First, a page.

NASA’s ambitious Perseverance rover rocketed toward Mars on a mission to find signs of life there that might have existed billions of years ago when the solar system was a cradle of evolution.
A United Launch Alliance Atlas V rocket boosted the $2.7 billion spacecraft from the Cape Canaveral Air Force Station in Florida early Thursday on a 300-million-mile voyage between the planets. If all goes to schedule, the spacecraft will land on Feb. 18 at a 28-mile-wide basin called Jezero Crater just north of the Martian equator.
Mission scientists believe that between three billion and four billion years ago the crater was a vast lake fed by an ancient river delta that deposited carbonite minerals and clay potentially preserving organic molecules and other potential signs of microbial life. During a two-year mission, the nuclear-powered Perseverance rover will try to detect any such biosignatures, extract them from rocks or soil and pack the samples for eventual return to Earth.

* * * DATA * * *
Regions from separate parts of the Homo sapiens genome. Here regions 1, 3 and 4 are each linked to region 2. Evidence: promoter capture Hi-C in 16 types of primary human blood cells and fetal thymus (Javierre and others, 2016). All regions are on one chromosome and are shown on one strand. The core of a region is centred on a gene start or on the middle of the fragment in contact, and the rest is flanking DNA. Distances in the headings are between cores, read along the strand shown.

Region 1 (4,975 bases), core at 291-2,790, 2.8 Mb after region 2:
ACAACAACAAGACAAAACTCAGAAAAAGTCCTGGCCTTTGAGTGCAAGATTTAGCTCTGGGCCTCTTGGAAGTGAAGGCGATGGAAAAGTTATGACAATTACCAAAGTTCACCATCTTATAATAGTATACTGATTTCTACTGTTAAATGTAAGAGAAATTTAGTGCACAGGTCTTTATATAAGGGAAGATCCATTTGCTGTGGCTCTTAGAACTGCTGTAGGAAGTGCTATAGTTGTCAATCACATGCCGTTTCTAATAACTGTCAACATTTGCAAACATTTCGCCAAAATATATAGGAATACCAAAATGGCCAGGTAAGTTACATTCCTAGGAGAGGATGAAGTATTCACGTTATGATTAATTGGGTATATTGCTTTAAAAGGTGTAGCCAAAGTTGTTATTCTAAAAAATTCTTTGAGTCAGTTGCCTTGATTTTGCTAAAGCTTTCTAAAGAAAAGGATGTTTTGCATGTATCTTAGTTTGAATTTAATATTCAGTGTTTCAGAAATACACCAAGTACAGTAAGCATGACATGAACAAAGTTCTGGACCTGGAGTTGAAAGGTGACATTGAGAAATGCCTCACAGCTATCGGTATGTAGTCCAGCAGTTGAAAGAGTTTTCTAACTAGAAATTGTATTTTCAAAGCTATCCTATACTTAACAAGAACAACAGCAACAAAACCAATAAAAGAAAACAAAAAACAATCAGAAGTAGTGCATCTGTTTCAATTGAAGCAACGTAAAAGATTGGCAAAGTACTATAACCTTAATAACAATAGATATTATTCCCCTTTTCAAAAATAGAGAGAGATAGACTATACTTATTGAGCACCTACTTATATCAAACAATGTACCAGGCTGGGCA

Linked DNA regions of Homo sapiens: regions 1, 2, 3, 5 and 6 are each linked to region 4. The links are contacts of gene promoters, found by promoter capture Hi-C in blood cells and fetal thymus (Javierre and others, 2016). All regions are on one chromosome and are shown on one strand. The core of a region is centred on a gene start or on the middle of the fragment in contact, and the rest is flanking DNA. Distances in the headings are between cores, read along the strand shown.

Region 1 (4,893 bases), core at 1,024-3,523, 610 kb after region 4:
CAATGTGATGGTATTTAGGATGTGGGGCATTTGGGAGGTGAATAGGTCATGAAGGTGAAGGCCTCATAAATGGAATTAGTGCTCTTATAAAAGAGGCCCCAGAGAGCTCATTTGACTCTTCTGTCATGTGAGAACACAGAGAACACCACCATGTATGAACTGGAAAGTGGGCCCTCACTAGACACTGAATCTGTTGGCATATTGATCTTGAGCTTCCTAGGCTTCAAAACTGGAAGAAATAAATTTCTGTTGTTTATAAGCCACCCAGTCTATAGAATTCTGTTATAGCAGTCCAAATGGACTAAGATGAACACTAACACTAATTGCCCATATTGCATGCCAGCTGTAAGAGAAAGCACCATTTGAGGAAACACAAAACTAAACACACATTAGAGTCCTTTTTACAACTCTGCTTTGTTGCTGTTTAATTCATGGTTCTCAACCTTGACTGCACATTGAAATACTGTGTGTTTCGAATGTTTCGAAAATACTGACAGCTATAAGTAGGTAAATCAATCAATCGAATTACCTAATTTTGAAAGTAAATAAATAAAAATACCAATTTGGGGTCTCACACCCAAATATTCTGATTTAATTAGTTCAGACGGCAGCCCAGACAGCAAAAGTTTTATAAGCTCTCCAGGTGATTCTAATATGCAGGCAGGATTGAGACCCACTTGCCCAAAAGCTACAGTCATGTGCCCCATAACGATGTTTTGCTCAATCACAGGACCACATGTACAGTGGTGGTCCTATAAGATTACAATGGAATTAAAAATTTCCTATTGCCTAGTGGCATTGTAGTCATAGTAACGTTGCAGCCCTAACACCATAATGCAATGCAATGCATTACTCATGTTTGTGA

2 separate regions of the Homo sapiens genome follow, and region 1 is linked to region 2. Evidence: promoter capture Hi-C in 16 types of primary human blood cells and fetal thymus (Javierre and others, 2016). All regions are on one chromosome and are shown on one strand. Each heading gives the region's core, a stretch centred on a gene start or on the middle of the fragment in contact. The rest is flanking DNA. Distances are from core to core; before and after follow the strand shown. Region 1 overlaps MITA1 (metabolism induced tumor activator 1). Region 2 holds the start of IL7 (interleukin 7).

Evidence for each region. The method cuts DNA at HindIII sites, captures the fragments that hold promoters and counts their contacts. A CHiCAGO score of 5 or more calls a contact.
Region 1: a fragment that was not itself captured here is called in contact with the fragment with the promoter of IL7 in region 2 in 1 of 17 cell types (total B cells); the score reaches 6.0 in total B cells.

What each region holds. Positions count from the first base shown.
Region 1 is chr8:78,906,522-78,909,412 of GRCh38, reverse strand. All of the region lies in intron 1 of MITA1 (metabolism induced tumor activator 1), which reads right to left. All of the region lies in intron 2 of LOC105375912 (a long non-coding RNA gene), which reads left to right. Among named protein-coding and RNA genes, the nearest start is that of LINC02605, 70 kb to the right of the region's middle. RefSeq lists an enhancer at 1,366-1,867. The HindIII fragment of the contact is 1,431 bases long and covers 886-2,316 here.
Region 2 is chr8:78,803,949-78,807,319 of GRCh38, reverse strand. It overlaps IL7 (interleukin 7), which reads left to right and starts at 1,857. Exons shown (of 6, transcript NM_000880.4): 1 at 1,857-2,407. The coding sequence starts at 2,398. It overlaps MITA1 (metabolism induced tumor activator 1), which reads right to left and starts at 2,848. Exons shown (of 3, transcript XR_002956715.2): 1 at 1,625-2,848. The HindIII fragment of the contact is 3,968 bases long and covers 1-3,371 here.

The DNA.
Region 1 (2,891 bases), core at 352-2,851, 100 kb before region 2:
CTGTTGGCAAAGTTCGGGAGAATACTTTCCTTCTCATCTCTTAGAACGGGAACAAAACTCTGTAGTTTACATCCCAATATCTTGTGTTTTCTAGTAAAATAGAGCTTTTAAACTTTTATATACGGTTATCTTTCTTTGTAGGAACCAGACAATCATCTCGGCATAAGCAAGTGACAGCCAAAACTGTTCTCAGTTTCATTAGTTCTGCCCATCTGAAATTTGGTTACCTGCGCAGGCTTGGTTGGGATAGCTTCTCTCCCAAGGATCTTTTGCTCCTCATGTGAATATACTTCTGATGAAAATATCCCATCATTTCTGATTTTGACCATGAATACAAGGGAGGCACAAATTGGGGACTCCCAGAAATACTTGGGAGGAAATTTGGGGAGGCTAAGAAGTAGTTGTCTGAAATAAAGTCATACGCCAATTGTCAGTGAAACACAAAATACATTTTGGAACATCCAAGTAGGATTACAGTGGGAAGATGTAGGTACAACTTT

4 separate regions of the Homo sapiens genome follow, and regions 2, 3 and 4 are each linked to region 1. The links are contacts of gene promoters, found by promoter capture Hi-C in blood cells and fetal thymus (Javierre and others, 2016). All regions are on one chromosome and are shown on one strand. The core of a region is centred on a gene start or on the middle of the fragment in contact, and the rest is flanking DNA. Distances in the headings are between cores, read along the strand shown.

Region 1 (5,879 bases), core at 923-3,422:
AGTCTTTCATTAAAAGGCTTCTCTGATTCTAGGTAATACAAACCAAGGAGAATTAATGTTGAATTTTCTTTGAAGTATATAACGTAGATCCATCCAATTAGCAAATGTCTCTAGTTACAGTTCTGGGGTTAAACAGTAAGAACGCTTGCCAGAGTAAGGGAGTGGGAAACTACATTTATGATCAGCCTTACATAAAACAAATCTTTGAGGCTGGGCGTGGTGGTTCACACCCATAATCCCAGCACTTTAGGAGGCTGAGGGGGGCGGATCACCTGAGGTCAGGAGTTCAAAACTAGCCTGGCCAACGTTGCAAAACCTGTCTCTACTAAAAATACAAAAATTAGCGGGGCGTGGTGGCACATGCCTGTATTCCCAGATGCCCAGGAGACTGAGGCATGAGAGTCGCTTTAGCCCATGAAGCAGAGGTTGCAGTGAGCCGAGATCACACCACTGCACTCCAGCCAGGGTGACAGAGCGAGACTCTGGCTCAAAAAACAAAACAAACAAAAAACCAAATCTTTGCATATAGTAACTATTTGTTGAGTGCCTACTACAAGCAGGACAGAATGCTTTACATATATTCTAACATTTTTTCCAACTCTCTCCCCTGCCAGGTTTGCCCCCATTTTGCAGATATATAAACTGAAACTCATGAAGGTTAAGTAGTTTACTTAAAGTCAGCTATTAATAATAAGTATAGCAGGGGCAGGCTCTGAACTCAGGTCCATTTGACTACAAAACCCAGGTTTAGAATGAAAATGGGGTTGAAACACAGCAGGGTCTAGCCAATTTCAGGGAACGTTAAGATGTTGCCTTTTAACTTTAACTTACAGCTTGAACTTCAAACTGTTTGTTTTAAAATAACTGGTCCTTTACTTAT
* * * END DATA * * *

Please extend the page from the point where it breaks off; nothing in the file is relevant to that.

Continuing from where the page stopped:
“We expect the instruments onboard will be able to detect biosignatures, but it will be very difficult to confirm that until we get them back to Earth,” said NASA planetary science division director Lori Glaze. It will require at least two additional Mars missions to pick up and return those samples, agency officials said.
The NASA Perseverance mission joins two spacecraft already on the way to Mars that were launched by China and the United Arab Emirates earlier this month. It is the first Mars mission for both countries. All three are expected to arrive at Mars at about the same time next year.
NASA’s 2,200-pound Perseverance rover is the most complex off-world vehicle NASA has ever launched, agency engineers said. In a cab the size of a compact car, it packs 13 onboard computers, 23 cameras and seven onboard experiments designed to probe rocks and sediments for signs left by microscopic life-forms—if any ever existed on the planet.
About six weeks after a safe landing, the rover will unpack and deploy an experimental robotic helicopter called Ingenuity, which will be flight-tested in the first powered flights on another planet.
Photo: JOE SKIPPER/REUTERS